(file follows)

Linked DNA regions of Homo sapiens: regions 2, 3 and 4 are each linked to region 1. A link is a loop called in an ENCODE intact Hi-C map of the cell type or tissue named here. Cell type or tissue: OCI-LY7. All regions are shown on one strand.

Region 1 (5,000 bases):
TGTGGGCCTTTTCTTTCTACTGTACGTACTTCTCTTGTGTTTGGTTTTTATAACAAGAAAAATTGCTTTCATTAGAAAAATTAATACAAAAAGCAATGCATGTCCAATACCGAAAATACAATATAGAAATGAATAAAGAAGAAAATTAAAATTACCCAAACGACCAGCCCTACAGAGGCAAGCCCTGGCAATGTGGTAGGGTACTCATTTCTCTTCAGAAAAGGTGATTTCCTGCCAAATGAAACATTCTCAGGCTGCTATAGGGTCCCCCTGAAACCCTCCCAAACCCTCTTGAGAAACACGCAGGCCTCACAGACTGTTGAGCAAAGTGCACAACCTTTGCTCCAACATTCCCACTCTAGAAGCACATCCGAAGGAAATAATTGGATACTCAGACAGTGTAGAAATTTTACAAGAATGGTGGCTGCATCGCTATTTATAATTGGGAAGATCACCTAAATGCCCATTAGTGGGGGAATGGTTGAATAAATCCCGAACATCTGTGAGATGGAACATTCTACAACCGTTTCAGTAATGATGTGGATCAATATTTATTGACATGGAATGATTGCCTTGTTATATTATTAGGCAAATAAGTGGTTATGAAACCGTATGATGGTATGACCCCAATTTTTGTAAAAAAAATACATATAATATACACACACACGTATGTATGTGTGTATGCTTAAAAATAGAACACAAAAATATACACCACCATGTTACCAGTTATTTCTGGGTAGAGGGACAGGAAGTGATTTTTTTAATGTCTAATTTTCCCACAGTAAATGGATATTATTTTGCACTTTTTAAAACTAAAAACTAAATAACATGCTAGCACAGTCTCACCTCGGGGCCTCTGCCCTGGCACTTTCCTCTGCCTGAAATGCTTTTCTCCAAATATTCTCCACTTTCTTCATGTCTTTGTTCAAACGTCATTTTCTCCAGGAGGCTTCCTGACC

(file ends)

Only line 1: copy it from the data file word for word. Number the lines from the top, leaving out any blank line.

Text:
Linked DNA regions of Homo sapiens: regions 2, 3 and 4 are each linked to region 1. A link is a loop called in an ENCODE intact Hi-C map of the cell type or tissue named here. Cell type or tissue: OCI-LY7. All regions are shown on one strand.